Native to the coastal mountains of Brazil, Christmas Cactus (Schlumbergera truncate) is widely cultivated as a houseplant. As its name implies, Christmas Cactus blooms during the holiday season and is sometimes referred to as Thanksgiving Cactus.
Its tubular flowers range from white, pink, red, and purple, and the plant typically has a long bloom season that that provides welcome life and color to the gray days of winter.
The Christmas Cactus often joins Poinsettias in playing a starring role in adding visual holiday cheer to indoor environments, which is why it’s a disappointment when they fail to thrive. However, there’s no need to toss your Christmas Cactus in the trash if it wilts — you may be able to bring it back to life.
Here’s what you need to know:
The Soil May Be Too Wet
If your Christmas Cactus is planted in potting soil that tends to hold water a little too well, it’s possible that its roots have become waterlogged — and this can cause the plant to languish and eventually wilt.
Like many plants native to the humid floor of tropical rainforests, the Christmas Cactus absorbs its necessary nutrients and water from the air, and overly wet roots can overwhelm them. Too much water can also call flower buds to fail and drop off the plant.
If you suspect that the roots are waterlogged, the best plan of action is to very carefully remove the plant from its pot while being careful to disturb the root system as little as possible. You can either re-pot it in the same pot or use one that’s slightly larger.
Use a well-drained potting soil specifically formulated for succulents to ensure that roots won’t become waterlogged in the future, or use a mixture of two parts good quality potting soil and one part sand or vermiculite.
If you decide to re-pot your Christmas Cactus in a new pot, keep in mind that this plant tends to prefer close quarters, so choose a pot that’s only slightly larger than the one you’ve been using.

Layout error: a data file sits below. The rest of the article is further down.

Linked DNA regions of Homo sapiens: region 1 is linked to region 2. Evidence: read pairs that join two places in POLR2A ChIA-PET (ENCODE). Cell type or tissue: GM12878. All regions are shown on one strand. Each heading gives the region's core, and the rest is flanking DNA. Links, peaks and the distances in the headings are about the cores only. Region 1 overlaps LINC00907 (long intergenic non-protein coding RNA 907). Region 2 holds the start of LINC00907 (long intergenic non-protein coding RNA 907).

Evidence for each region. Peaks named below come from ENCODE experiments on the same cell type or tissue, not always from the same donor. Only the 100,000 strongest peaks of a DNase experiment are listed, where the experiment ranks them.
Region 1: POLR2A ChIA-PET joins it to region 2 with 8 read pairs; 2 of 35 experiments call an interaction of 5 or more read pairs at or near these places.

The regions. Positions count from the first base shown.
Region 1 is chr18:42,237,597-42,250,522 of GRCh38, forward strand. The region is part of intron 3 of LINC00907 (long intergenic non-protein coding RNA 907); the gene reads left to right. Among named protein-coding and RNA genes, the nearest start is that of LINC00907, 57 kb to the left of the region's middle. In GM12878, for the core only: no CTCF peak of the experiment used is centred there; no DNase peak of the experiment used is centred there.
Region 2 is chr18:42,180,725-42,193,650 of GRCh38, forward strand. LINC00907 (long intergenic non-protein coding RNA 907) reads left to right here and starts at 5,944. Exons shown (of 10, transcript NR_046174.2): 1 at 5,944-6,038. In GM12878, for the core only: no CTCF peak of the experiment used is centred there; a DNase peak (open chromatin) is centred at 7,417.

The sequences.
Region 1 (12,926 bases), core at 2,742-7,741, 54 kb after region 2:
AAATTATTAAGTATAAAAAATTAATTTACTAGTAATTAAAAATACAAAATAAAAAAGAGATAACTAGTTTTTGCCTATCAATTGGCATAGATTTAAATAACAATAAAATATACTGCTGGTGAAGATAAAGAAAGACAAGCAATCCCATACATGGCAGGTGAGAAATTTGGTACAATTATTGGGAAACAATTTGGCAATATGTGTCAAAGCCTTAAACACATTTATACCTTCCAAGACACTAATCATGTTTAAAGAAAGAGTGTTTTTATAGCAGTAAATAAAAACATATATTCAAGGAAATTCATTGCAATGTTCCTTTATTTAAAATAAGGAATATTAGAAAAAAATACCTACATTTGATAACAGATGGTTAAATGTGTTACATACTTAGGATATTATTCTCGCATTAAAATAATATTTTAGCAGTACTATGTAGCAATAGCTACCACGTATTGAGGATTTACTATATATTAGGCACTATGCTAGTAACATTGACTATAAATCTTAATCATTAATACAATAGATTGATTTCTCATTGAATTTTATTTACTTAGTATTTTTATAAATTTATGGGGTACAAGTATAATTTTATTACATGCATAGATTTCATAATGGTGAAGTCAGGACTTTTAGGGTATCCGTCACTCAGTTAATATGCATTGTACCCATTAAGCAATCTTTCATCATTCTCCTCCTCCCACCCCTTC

The Soil May Be Too Dry
Soil that is too dry can also have a negative impact on the health of Christmas Cactus plants. However, it’s never a good idea to add too much water at once if you suspect that under-watering is the culprit that’s causing your Christmas Cactus plant to languish.
Adding a small amount of water at a time will help ensure that the roots of the plant don’t become waterlogged.
Ideally, the soil should be fairly dry to the touch on the top and slightly moist starting at about an inch under the surface.
The Plant May Be Getting Too Much Sun
As a tropical rain forest plant, the Christmas Cactus evolved in forest-floor conditions where a dense overstory canopy limited intense direct sunlight.
If your wilted Christmas Cactus also has foliage that appears scorched, it could be that you’ve situated it too close to the window.
If your Christmas Cactus is positioned close to a window where it gets a lot of direct sunlight, try moving it back from the window.
If it’s a southern or western exposure, consider moving your Christmas Cactus to an area of your home with an eastern or northern exposure.
Christmas Cactus also performs better in cool nighttime temperatures, particularly during the weeks leading up to its bloom season, and flower production is enhanced by at least 13 hours of uninterrupted darkness.
After your Christmas Cactus has produced blooms, pinch the stems back and wait until new growth appears to resume watering and fertilizing.